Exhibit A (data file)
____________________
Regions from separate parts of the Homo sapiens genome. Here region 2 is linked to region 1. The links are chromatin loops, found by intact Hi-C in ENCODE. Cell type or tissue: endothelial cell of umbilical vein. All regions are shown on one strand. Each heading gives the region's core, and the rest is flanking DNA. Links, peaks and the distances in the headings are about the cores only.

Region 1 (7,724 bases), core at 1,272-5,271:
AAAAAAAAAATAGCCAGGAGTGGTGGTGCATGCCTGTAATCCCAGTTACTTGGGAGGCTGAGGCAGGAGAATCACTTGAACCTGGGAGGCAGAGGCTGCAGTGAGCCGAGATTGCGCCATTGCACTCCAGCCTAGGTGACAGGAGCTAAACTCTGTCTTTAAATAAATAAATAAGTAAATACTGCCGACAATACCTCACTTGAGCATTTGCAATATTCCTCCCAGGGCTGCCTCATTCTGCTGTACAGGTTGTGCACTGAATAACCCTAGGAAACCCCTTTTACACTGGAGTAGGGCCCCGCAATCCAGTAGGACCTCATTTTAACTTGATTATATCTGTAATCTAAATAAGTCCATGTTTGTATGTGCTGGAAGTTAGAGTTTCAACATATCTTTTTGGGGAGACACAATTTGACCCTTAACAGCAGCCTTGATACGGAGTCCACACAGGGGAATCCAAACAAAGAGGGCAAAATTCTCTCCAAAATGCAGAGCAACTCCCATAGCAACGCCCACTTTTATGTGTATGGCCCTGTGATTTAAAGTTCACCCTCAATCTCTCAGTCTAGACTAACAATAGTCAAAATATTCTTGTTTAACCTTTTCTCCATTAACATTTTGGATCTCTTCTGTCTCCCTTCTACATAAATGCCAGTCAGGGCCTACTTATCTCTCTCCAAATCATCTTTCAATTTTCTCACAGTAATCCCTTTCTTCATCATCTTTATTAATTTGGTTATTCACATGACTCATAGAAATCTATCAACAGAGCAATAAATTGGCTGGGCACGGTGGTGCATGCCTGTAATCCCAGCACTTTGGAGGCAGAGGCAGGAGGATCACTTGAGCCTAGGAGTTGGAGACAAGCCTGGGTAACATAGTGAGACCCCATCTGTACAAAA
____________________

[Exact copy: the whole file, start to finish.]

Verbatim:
Regions from separate parts of the Homo sapiens genome. Here region 2 is linked to region 1. The links are chromatin loops, found by intact Hi-C in ENCODE. Cell type or tissue: endothelial cell of umbilical vein. All regions are shown on one strand. Each heading gives the region's core, and the rest is flanking DNA. Links, peaks and the distances in the headings are about the cores only.

Region 1 (7,724 bases), core at 1,272-5,271:
AAAAAAAAAATAGCCAGGAGTGGTGGTGCATGCCTGTAATCCCAGTTACTTGGGAGGCTGAGGCAGGAGAATCACTTGAACCTGGGAGGCAGAGGCTGCAGTGAGCCGAGATTGCGCCATTGCACTCCAGCCTAGGTGACAGGAGCTAAACTCTGTCTTTAAATAAATAAATAAGTAAATACTGCCGACAATACCTCACTTGAGCATTTGCAATATTCCTCCCAGGGCTGCCTCATTCTGCTGTACAGGTTGTGCACTGAATAACCCTAGGAAACCCCTTTTACACTGGAGTAGGGCCCCGCAATCCAGTAGGACCTCATTTTAACTTGATTATATCTGTAATCTAAATAAGTCCATGTTTGTATGTGCTGGAAGTTAGAGTTTCAACATATCTTTTTGGGGAGACACAATTTGACCCTTAACAGCAGCCTTGATACGGAGTCCACACAGGGGAATCCAAACAAAGAGGGCAAAATTCTCTCCAAAATGCAGAGCAACTCCCATAGCAACGCCCACTTTTATGTGTATGGCCCTGTGATTTAAAGTTCACCCTCAATCTCTCAGTCTAGACTAACAATAGTCAAAATATTCTTGTTTAACCTTTTCTCCATTAACATTTTGGATCTCTTCTGTCTCCCTTCTACATAAATGCCAGTCAGGGCCTACTTATCTCTCTCCAAATCATCTTTCAATTTTCTCACAGTAATCCCTTTCTTCATCATCTTTATTAATTTGGTTATTCACATGACTCATAGAAATCTATCAACAGAGCAATAAATTGGCTGGGCACGGTGGTGCATGCCTGTAATCCCAGCACTTTGGAGGCAGAGGCAGGAGGATCACTTGAGCCTAGGAGTTGGAGACAAGCCTGGGTAACATAGTGAGACCCCATCTGTACAAAA